Although Jacob Marley, Ebenezer Scrooge's now-deceased former partner in the firm of Scrooge & Marley, gives Scrooge one specific warning in stave 1 of Charles Dickens's A Christmas Carol—“I am here tonight to warn you, that you have yet a chance and hope of escaping my fate"—Marley gives other warnings to Scrooge during his late-night visit.
Marley says that Scrooge's "chance and hope of escaping" Marley's fate is of Marley's own "procuring." In other words, Marley himself arranged for the visits of the "Three Spirits," which at first Scrooge politely declines. “I—I think I’d rather not,” says Scrooge.
This is followed by another warning from Marley that Scrooge "cannot hope to shun the path" that Marley trod if the Spirits don't appear to him.
Earlier in his visit, Marley offers his own life as a warning to Scrooge and as the reason for his haunting Scrooge at this moment, seven years after his own death, "seven years ago, this very night.”
“It is required of every man,” the Ghost [Marley] returned, “that the spirit within him should walk abroad among his fellowmen, and travel far and wide; and if that spirit goes not forth in life, it is condemned to do so after death. It is doomed to wander through the world—oh, woe is me!—and witness what it cannot share, but might have shared on earth, and turned to happiness!”
Marley also warns Scrooge that he's learned "that no space of regret can make amends for one life's opportunities misused!"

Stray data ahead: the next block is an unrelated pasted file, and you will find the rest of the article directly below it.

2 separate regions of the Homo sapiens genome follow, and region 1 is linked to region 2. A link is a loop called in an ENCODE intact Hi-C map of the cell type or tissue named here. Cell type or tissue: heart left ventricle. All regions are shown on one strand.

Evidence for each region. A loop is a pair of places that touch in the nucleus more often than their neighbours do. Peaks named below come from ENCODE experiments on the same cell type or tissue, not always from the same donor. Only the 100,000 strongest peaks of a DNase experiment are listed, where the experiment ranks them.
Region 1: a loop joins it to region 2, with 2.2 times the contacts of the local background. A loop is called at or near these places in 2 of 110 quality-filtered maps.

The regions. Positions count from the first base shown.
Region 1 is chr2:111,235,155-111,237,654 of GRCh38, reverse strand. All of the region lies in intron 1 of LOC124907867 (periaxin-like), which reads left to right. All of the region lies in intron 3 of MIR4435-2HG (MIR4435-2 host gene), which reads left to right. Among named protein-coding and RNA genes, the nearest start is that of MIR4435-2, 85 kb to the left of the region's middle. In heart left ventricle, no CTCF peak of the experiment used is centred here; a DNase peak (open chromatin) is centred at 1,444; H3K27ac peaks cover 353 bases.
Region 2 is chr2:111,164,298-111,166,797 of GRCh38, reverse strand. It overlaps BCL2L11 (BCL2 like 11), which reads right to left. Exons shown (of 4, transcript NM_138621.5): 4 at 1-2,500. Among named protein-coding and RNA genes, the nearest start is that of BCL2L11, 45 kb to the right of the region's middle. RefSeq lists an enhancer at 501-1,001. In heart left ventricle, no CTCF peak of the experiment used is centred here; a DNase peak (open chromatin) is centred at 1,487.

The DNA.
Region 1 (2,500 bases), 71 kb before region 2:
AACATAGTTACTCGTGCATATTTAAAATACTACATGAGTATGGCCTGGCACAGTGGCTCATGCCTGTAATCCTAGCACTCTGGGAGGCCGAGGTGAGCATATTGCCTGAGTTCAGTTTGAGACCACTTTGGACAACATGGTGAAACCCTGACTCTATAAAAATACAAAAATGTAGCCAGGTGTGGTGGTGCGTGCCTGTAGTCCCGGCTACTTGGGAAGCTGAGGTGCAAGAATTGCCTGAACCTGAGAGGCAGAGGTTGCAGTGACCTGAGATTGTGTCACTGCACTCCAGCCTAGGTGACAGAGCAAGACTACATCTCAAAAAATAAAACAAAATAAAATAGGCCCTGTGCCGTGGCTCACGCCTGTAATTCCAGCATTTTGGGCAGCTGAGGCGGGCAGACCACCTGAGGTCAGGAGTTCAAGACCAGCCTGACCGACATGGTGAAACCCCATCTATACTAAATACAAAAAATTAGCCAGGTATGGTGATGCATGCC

When Scrooge remarks that Marley was always "a good man of business," Marley cries out, "Mankind was my business." Marley says that the common welfare, charity, mercy, forbearance, and benevolence were also his business, another warning to Scrooge not to follow in Marley's path to unavailing grief and eternal regret, which troubles Marley most "at this time," meaning at Christmastime, the time of year when Scrooge is most uncharitable.
The final warning to Scrooge comes not from Marley himself, but from the many restless, lamenting, wailing phantoms whom Marley joins outside Scrooge's window when he leaves Scrooge's rooms.
The misery with them all was, clearly, that they sought to interfere, for good, in human matters, and had lost the power for ever.
When the phantoms fade into the mist and Scrooge is left alone, Scrooge starts to say "Humbug!" but he stops at the first syllable. Whether Scrooge realizes it or not, Marley's warnings are starting to have an effect on him. It's left to the Three Sprits to finish teaching Scrooge the lessons that Marley wants him to learn.